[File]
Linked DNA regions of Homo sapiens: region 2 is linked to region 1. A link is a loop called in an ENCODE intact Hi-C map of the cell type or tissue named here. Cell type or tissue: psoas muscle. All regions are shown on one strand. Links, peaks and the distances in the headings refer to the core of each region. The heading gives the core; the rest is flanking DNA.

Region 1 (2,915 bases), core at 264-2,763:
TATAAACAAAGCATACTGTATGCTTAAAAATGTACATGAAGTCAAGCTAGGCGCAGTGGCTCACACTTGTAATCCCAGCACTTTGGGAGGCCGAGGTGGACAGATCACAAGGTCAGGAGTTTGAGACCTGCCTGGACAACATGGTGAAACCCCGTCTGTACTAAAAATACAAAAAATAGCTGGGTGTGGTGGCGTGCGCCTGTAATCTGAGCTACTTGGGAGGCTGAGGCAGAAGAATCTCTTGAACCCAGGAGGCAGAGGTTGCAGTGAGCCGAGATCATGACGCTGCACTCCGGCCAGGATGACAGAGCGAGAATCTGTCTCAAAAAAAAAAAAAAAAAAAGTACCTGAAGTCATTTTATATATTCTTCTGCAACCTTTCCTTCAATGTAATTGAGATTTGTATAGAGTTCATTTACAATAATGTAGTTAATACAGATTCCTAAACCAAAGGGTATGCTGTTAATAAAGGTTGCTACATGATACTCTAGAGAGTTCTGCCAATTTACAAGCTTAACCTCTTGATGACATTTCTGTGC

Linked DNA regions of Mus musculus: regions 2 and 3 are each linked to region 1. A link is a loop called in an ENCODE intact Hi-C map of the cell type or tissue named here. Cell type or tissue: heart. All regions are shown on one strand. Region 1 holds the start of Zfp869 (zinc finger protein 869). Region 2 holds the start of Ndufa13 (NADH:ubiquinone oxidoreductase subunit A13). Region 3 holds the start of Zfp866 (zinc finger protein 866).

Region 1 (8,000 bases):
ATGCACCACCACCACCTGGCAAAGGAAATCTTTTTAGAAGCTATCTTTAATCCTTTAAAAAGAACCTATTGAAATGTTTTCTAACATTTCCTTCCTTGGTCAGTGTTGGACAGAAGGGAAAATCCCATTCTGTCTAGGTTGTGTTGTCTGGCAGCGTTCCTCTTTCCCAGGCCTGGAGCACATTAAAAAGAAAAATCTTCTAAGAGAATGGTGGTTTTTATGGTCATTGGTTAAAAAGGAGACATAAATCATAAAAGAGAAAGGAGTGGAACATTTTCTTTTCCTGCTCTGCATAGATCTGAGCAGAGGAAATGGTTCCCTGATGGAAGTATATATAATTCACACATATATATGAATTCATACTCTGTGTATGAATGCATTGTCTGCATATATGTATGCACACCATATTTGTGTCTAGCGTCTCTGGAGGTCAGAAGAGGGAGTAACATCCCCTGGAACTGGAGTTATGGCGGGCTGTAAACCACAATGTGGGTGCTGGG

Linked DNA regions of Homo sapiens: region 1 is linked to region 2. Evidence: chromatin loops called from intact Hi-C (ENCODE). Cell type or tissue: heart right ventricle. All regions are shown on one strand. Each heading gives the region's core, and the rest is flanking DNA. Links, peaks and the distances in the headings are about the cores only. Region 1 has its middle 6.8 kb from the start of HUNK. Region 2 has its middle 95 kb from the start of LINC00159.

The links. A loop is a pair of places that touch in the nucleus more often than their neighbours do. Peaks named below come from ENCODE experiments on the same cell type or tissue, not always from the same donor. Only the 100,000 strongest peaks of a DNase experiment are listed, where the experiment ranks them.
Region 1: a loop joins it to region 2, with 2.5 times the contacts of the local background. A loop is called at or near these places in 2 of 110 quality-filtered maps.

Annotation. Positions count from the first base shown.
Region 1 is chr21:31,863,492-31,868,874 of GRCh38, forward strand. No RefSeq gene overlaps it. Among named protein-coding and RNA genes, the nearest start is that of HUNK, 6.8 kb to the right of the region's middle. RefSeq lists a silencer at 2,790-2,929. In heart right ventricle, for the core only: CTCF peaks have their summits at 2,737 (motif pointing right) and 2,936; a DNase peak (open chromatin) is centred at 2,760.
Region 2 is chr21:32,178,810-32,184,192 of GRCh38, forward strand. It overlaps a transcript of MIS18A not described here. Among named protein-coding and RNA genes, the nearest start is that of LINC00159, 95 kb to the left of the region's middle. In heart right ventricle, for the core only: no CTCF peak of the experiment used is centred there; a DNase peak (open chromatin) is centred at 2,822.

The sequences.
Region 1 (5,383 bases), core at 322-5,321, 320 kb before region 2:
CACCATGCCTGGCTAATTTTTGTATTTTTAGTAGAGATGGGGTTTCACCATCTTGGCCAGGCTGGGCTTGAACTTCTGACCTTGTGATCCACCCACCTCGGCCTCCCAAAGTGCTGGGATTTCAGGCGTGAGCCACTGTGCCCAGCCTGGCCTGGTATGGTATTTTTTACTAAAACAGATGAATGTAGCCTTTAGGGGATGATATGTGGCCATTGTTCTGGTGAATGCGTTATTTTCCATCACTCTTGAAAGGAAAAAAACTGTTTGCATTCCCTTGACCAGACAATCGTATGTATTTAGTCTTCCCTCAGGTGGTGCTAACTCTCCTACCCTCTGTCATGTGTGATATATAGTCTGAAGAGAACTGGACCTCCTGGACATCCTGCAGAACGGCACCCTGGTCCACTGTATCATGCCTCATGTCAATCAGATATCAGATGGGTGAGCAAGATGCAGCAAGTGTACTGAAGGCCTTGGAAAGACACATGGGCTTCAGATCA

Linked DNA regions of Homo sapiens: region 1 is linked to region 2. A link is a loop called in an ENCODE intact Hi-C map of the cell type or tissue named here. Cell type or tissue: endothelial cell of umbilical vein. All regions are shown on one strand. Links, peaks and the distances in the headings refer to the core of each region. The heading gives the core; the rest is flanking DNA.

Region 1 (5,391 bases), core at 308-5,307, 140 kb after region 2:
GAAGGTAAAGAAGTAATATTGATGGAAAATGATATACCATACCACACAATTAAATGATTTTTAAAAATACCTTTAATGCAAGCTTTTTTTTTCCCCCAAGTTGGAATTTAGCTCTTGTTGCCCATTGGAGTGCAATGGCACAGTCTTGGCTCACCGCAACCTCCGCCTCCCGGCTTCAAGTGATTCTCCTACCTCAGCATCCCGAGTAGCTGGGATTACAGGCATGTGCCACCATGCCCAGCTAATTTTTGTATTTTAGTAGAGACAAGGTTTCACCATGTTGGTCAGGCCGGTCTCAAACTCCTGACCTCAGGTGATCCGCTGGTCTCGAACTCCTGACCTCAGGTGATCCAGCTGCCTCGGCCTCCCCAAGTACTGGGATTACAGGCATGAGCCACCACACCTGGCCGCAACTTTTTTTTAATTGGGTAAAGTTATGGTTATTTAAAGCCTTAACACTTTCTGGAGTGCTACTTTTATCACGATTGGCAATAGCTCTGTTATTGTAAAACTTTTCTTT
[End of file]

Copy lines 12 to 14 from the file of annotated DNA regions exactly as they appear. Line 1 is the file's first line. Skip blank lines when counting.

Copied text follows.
Region 2 is chr21:32,178,810-32,184,192 of GRCh38, forward strand. It overlaps a transcript of MIS18A not described here. Among named protein-coding and RNA genes, the nearest start is that of LINC00159, 95 kb to the left of the region's middle. In heart right ventricle, for the core only: no CTCF peak of the experiment used is centred there; a DNase peak (open chromatin) is centred at 2,822.

The sequences.
Region 1 (5,383 bases), core at 322-5,321, 320 kb before region 2: